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The Good Fairy (1935)

Approved | | Comedy, Romance | 18 February 1935 (USA)
A naive girl just out of a cloistered orphanage finds that being a 'good fairy' to strangers makes life awfully complicated.


William Wyler


Jane Hinton (English translation of play), Ferenc Molnár (play) | 1 more credit »

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It's turn of the century America when Andrew and Veronica first meet - by crashing into each other. They develop an instant and mutual dislike which intensifies when, later on, Andrew is ... See full summary »

Director: Robert Z. Leonard
Stars: Judy Garland, Van Johnson, S.Z. Sakall


Complete credited cast:
Margaret Sullavan ... Luisa 'Lu' Ginglebuscher
Herbert Marshall ... Dr. Max Sporum
Frank Morgan ... Konrad
Reginald Owen ... Detlaff, the Waiter
Eric Blore ... Dr. Metz
Beulah Bondi ... Dr. Schultz
Alan Hale ... Maurice Schlapkohl
Cesar Romero ... Joe
Luis Alberni ... The Barber
June Clayworth ... Mitzi, on-screen actress
Rest of cast listed alphabetically:
June Smaney June Smaney
Thelma Woodruff Thelma Woodruff


Young, naive Luisa Ginglebusher, who loves fairy tales, leaves the Budapest orphanage to become a movie usherette. Soon she befriends paternal waiter Detlaff and not so paternal Konrad, a meat-packing millionaire. Uninterested in Konrad's rich gifts, Luisa schemes to be a "good fairy" and divert some of this wealth to poor stranger Dr. Sporum. But it's not that simple... Written by Rod Crawford <puffinus@u.washington.edu>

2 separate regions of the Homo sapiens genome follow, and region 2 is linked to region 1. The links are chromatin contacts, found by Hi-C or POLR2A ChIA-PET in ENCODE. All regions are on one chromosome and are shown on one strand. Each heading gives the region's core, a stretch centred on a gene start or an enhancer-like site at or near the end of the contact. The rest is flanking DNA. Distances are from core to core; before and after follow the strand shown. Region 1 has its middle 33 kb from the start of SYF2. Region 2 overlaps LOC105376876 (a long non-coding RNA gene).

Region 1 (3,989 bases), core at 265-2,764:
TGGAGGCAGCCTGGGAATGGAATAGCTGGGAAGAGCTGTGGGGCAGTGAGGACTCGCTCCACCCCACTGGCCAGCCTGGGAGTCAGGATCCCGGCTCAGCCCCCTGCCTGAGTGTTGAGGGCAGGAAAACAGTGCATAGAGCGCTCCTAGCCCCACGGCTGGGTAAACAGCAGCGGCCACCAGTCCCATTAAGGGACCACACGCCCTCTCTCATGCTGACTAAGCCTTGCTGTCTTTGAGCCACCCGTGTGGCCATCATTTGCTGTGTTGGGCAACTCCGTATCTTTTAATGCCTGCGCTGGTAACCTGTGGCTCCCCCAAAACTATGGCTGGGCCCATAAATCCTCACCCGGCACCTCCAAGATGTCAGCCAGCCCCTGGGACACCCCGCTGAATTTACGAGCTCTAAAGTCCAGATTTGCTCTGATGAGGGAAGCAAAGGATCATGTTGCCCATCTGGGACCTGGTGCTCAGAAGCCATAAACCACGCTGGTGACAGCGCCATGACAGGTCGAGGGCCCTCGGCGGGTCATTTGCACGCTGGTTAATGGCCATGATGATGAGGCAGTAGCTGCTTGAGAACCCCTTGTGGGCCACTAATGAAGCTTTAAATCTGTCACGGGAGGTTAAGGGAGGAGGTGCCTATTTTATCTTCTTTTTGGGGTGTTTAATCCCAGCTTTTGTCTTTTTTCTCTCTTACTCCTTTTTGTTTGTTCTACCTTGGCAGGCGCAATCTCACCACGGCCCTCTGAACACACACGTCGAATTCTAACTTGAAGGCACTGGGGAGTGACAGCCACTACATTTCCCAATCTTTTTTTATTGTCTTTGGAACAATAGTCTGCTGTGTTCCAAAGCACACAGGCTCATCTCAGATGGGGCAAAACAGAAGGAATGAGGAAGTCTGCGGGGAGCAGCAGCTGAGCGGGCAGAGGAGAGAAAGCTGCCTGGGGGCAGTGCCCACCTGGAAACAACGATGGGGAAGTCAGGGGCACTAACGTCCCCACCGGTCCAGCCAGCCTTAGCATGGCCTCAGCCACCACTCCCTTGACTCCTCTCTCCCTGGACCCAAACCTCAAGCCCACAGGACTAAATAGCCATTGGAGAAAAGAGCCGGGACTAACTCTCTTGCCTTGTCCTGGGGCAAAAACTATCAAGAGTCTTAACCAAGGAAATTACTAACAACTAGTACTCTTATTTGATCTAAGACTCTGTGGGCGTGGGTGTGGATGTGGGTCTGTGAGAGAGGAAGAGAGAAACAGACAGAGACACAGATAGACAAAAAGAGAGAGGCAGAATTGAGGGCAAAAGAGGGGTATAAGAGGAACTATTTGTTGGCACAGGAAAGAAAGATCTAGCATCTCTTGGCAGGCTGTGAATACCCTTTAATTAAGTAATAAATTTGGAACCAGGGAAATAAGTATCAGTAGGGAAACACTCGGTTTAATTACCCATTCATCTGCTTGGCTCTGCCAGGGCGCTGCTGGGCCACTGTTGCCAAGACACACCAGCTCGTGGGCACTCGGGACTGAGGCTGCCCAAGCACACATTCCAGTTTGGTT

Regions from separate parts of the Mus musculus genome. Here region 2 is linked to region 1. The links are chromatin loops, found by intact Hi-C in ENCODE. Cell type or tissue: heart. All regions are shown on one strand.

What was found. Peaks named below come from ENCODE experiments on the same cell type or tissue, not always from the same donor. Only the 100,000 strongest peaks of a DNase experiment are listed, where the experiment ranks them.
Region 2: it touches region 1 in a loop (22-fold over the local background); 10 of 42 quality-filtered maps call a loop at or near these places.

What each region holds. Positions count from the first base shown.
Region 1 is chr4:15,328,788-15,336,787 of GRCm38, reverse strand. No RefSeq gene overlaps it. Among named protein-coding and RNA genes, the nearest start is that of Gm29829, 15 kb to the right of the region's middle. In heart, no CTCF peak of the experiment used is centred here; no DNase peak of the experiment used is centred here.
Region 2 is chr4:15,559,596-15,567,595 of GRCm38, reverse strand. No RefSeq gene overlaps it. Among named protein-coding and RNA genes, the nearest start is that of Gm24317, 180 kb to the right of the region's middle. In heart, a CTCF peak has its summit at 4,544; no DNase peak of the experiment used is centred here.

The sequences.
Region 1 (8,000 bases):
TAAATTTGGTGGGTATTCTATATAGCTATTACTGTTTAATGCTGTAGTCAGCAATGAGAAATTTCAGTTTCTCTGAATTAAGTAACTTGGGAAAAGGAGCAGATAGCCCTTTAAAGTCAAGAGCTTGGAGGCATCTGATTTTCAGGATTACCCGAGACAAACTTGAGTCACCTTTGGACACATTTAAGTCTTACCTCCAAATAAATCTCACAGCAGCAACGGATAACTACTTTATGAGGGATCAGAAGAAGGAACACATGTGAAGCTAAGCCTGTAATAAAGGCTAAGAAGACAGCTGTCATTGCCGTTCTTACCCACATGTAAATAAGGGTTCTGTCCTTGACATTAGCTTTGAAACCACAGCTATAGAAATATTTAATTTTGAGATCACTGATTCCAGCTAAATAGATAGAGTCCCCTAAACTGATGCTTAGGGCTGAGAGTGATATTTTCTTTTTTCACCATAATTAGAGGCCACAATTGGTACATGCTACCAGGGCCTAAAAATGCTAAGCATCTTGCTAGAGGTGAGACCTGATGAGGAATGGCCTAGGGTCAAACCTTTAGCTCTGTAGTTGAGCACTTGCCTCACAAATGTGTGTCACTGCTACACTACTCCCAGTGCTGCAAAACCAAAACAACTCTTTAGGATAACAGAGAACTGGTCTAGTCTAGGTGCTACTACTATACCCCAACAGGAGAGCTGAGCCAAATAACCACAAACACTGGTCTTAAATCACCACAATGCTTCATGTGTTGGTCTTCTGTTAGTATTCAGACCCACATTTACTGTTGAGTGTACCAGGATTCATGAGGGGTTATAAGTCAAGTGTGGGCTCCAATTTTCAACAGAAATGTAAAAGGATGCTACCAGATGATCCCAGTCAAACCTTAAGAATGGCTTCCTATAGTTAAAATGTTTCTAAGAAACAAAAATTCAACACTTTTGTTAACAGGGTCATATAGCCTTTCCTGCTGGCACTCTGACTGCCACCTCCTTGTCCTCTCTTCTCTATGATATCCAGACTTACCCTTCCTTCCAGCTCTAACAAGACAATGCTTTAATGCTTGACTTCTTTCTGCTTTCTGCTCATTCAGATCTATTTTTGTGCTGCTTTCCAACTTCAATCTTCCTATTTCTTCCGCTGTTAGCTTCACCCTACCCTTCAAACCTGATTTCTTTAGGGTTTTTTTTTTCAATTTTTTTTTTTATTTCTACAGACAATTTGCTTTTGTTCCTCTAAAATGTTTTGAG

Plot Summary | Add Synopsis


Comedy | Romance


Approved | See all certifications »






Release Date:

18 February 1935 (USA) See more »

Also Known As:

A Boa Fada See more »

Company Credits

Production Co:

Universal Pictures See more »
Show more on IMDbPro »

Technical Specs


Sound Mix:

Mono (Western Electric Noiseless Recording)

Aspect Ratio:

1.37 : 1
See full technical specs »

Did You Know?


On July 31, 1944, Deanna Durbin, Fredric March and June Lockhart acted in a 30-minute radio adaptation of the film, presented on the "Screen Guild Theatre" by CBS. Two-and-one-half years later, Miss Durbin starred in a musical remake of this picture, entitled I'll Be Yours (1947), which opened on February 2. See more »


Dr. Metz: What's your name again, my little peach blossom?
Konrad: Yes, but she's not your little peach blossom.
Luisa: I can't tell you that.
Dr. Metz: Oh, incognito?
Luisa: Oh, no, that's not it. You'll never guess it.
Dr. Metz: [laughing] Very sharp! She reminds me of myself.
See more »


Version of I'll Be Yours (1947) See more »

Frequently Asked Questions

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User Reviews

Sturgis showing his comic abilities - but still in the wings
25 August 2006 | by theowinthropSee all my reviews

Before "Christmas In July" and "The Great McGinty" Preston Sturgis was a screenplay writer - one of the two great screenplay writers of the 1930s who graduated into very respectable directorial careers (the other being Billy Wilder, of course). Oddly both men cut their abilities at Paramount, not MGM. And both claimed that they were dissatisfied with the ways two of their best scripts were shot ("Easy Living" and "Remember The Night"), butchered (in their opinion) by the same director: Mitchell Leisin.